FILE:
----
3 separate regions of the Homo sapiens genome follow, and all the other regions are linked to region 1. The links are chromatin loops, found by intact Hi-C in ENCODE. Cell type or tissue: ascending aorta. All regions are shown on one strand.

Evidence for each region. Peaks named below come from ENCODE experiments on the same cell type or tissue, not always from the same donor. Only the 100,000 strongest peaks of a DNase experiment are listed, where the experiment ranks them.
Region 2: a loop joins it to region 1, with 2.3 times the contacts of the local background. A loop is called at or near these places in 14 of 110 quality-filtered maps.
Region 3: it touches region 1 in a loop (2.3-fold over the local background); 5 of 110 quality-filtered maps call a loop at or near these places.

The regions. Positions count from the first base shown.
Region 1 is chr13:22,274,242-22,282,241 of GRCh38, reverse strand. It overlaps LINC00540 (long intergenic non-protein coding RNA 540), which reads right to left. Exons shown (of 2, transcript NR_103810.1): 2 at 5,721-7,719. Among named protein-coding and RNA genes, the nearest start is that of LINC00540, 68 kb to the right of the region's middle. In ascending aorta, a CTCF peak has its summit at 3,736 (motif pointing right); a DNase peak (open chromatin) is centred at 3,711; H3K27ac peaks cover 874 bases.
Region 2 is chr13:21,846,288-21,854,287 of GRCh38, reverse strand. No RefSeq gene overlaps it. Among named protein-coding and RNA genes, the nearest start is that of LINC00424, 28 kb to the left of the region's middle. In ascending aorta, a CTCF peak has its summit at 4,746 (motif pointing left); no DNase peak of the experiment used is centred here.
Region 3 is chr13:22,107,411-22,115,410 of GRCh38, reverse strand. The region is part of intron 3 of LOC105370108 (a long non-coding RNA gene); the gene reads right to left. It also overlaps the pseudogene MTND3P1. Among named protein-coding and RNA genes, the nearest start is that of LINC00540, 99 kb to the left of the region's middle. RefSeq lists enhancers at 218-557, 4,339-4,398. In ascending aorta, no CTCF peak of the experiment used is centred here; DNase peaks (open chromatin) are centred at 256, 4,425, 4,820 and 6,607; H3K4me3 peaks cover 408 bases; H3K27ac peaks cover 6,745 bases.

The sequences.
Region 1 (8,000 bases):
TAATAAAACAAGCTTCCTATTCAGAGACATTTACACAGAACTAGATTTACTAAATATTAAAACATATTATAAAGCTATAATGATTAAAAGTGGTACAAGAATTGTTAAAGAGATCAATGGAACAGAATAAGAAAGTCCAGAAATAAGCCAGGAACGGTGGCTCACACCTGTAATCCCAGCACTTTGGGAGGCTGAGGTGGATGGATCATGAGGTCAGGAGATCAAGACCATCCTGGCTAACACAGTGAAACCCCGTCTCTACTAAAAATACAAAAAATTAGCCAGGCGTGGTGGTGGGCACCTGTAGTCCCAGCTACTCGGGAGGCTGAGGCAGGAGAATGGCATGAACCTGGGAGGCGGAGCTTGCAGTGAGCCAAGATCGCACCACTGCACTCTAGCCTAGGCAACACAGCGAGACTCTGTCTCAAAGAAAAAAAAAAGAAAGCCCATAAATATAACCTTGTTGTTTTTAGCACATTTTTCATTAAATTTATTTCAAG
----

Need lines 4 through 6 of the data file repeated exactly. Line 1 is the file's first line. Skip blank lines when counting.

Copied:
Region 3: it touches region 1 in a loop (2.3-fold over the local background); 5 of 110 quality-filtered maps call a loop at or near these places.

The regions. Positions count from the first base shown.
Region 1 is chr13:22,274,242-22,282,241 of GRCh38, reverse strand. It overlaps LINC00540 (long intergenic non-protein coding RNA 540), which reads right to left. Exons shown (of 2, transcript NR_103810.1): 2 at 5,721-7,719. Among named protein-coding and RNA genes, the nearest start is that of LINC00540, 68 kb to the right of the region's middle. In ascending aorta, a CTCF peak has its summit at 3,736 (motif pointing right); a DNase peak (open chromatin) is centred at 3,711; H3K27ac peaks cover 874 bases.